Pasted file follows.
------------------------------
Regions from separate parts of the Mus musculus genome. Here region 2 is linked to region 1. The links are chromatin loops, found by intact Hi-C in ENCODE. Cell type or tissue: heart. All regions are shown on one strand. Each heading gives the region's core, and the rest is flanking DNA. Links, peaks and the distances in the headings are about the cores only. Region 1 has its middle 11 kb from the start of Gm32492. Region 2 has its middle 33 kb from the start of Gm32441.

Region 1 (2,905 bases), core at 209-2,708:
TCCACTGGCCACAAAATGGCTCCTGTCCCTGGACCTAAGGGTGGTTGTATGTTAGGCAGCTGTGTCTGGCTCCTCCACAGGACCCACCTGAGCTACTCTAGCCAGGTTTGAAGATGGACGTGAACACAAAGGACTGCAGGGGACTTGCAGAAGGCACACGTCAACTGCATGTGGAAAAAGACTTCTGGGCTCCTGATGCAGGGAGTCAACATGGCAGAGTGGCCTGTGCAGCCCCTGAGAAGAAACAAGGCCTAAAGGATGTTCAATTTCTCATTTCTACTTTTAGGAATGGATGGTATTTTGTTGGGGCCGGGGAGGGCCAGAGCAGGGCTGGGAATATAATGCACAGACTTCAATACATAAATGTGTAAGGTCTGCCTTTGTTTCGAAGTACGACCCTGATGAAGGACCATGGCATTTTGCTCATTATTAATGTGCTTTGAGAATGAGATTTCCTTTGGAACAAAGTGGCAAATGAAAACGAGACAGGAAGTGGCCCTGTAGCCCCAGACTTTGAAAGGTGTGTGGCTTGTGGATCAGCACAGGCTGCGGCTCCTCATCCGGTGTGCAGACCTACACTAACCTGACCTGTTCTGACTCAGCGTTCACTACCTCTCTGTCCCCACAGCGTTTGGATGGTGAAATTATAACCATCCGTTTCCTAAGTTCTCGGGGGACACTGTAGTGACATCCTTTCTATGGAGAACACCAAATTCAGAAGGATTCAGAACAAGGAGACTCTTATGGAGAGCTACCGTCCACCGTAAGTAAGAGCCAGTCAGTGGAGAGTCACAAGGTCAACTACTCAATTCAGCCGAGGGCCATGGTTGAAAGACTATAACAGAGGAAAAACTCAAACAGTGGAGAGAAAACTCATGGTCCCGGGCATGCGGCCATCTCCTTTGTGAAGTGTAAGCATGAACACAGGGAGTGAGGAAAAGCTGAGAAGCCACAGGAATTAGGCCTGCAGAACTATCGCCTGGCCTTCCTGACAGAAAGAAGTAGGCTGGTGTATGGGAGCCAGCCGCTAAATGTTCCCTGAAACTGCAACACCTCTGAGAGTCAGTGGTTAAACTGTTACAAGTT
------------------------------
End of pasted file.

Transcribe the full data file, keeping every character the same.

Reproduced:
Regions from separate parts of the Mus musculus genome. Here region 2 is linked to region 1. The links are chromatin loops, found by intact Hi-C in ENCODE. Cell type or tissue: heart. All regions are shown on one strand. Each heading gives the region's core, and the rest is flanking DNA. Links, peaks and the distances in the headings are about the cores only. Region 1 has its middle 11 kb from the start of Gm32492. Region 2 has its middle 33 kb from the start of Gm32441.

Region 1 (2,905 bases), core at 209-2,708:
TCCACTGGCCACAAAATGGCTCCTGTCCCTGGACCTAAGGGTGGTTGTATGTTAGGCAGCTGTGTCTGGCTCCTCCACAGGACCCACCTGAGCTACTCTAGCCAGGTTTGAAGATGGACGTGAACACAAAGGACTGCAGGGGACTTGCAGAAGGCACACGTCAACTGCATGTGGAAAAAGACTTCTGGGCTCCTGATGCAGGGAGTCAACATGGCAGAGTGGCCTGTGCAGCCCCTGAGAAGAAACAAGGCCTAAAGGATGTTCAATTTCTCATTTCTACTTTTAGGAATGGATGGTATTTTGTTGGGGCCGGGGAGGGCCAGAGCAGGGCTGGGAATATAATGCACAGACTTCAATACATAAATGTGTAAGGTCTGCCTTTGTTTCGAAGTACGACCCTGATGAAGGACCATGGCATTTTGCTCATTATTAATGTGCTTTGAGAATGAGATTTCCTTTGGAACAAAGTGGCAAATGAAAACGAGACAGGAAGTGGCCCTGTAGCCCCAGACTTTGAAAGGTGTGTGGCTTGTGGATCAGCACAGGCTGCGGCTCCTCATCCGGTGTGCAGACCTACACTAACCTGACCTGTTCTGACTCAGCGTTCACTACCTCTCTGTCCCCACAGCGTTTGGATGGTGAAATTATAACCATCCGTTTCCTAAGTTCTCGGGGGACACTGTAGTGACATCCTTTCTATGGAGAACACCAAATTCAGAAGGATTCAGAACAAGGAGACTCTTATGGAGAGCTACCGTCCACCGTAAGTAAGAGCCAGTCAGTGGAGAGTCACAAGGTCAACTACTCAATTCAGCCGAGGGCCATGGTTGAAAGACTATAACAGAGGAAAAACTCAAACAGTGGAGAGAAAACTCATGGTCCCGGGCATGCGGCCATCTCCTTTGTGAAGTGTAAGCATGAACACAGGGAGTGAGGAAAAGCTGAGAAGCCACAGGAATTAGGCCTGCAGAACTATCGCCTGGCCTTCCTGACAGAAAGAAGTAGGCTGGTGTATGGGAGCCAGCCGCTAAATGTTCCCTGAAACTGCAACACCTCTGAGAGTCAGTGGTTAAACTGTTACAAGTT